HOUSTON, Texas (KTRK) -- Houstonian Jay Bostick and his family have always believed in giving back. So, when a friend mentioned that local researchers were looking for volunteers in a COVID-19 vaccine trial, he eagerly signed up.
"To be a part of history, and work toward a common goal to help eradicate something that's affecting millions of people around the world, it's not just exciting, it's almost like I feel like I have a social responsibility to do what I can do," he said.
Bostick, who came out as gay in the 1990's, is a married father with two sons.
He said part of the reason he feels so strongly about volunteering is the fact that the generation before him volunteered for clinical trials during the AIDS epidemic, allowing scientists to develop effective treatments that were very beneficial to his generation.
"I believe it's once a quarter I would go in for a full checkup and labs, blood work and all that. To check the progress, and I'll either be in the placebo group or the full vaccine trial, which is not a live virus."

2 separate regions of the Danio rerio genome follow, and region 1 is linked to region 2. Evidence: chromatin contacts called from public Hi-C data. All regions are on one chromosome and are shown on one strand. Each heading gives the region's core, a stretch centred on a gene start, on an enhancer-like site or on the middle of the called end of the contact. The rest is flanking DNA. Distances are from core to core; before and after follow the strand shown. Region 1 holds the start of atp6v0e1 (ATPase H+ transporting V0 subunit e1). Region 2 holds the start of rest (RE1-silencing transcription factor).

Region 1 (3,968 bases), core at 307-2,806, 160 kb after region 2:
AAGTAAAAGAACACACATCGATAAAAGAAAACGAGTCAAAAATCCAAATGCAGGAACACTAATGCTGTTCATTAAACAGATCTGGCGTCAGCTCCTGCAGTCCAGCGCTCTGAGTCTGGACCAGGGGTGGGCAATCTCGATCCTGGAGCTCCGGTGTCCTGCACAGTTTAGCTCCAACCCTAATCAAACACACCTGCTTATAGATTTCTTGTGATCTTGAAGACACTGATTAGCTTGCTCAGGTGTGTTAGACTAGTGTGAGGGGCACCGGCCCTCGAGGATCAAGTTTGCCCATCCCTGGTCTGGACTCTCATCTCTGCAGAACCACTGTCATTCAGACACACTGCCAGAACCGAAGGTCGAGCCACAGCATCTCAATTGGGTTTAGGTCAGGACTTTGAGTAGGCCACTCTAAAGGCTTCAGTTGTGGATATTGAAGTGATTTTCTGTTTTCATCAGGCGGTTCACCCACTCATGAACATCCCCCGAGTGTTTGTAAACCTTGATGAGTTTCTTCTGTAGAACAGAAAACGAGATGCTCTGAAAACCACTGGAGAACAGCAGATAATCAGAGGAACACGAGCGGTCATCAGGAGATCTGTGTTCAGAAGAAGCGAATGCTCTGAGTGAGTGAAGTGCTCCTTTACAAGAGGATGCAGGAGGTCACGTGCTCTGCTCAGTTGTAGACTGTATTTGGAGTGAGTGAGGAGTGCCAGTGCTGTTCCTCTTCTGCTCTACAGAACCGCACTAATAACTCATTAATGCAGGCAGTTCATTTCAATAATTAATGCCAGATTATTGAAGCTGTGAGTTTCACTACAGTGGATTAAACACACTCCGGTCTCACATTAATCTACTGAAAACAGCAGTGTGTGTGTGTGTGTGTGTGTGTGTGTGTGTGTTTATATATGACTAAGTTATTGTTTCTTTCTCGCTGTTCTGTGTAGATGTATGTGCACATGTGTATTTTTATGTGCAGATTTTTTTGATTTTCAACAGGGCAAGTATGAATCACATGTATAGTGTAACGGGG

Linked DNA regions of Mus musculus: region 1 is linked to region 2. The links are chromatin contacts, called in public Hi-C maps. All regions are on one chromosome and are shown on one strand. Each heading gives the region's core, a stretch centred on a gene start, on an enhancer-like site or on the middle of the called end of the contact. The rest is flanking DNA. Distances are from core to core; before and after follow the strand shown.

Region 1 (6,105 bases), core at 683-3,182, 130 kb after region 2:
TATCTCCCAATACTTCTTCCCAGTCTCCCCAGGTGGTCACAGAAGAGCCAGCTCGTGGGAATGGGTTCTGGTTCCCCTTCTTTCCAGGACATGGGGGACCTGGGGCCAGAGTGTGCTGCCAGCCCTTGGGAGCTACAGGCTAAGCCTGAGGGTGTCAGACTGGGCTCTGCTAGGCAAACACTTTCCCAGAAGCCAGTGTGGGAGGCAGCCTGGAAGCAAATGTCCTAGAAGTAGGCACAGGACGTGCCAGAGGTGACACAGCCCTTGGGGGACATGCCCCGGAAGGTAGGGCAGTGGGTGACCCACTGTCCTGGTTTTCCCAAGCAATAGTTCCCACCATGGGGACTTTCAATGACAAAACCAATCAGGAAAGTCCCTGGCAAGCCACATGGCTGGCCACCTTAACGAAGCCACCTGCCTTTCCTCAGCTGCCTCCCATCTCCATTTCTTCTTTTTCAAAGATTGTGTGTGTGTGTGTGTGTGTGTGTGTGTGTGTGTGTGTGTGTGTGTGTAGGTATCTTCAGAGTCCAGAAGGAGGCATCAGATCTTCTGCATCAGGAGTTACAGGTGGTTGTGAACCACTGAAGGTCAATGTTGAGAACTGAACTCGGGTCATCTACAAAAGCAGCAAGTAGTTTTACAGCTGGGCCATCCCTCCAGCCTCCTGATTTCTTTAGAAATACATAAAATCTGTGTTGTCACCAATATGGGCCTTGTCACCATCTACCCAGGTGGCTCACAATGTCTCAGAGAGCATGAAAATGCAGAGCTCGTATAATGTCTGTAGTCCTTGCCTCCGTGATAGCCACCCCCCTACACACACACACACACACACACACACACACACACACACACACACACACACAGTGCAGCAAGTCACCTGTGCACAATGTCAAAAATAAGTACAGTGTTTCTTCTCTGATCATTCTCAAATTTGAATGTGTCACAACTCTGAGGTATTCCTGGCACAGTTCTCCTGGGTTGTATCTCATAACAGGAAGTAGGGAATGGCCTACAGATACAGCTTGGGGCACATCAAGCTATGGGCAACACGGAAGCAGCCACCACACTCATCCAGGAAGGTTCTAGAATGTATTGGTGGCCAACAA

So, what's involved? Bostick first signed up on Houstonfightscovid.com. From there, he went through several screening phone calls before being accepted into the program.
Bostick said he's expected to have his first lab work done next week. He has agreed to be monitored for two years by researchers.
The Texas Center For Drug Development (TCDD) is a private joint venture between two separate clinics.
The company is currently recruiting volunteers for the clinical trial.
At the time Bostick applied, he was not aware it was specifically the vaccine being developed by Moderna. Just today, Moderna's CEO said in a conference call with reporters that the initial results show promise.
"We're very excited about it," said Dr. Vicki Miller, a physician involved in the TCDD research. "We think there will be several vaccines approved by early next year." Miller does say the speed of the vaccine trials is unusually fast, but adds there are medical professionals all over the world racing to find a solution to saving lives.
As for Bostick, he points to the fact that he is not a first responder nor a medical worker. This is his way of contributing to finding a solution to the COVID-19 pandemic.
"Being part of a trial that would help a group of people who would hopefully not have this last several years," said Bostic. "This is something I could do specifically to contribute to a movement to eradicate this disease."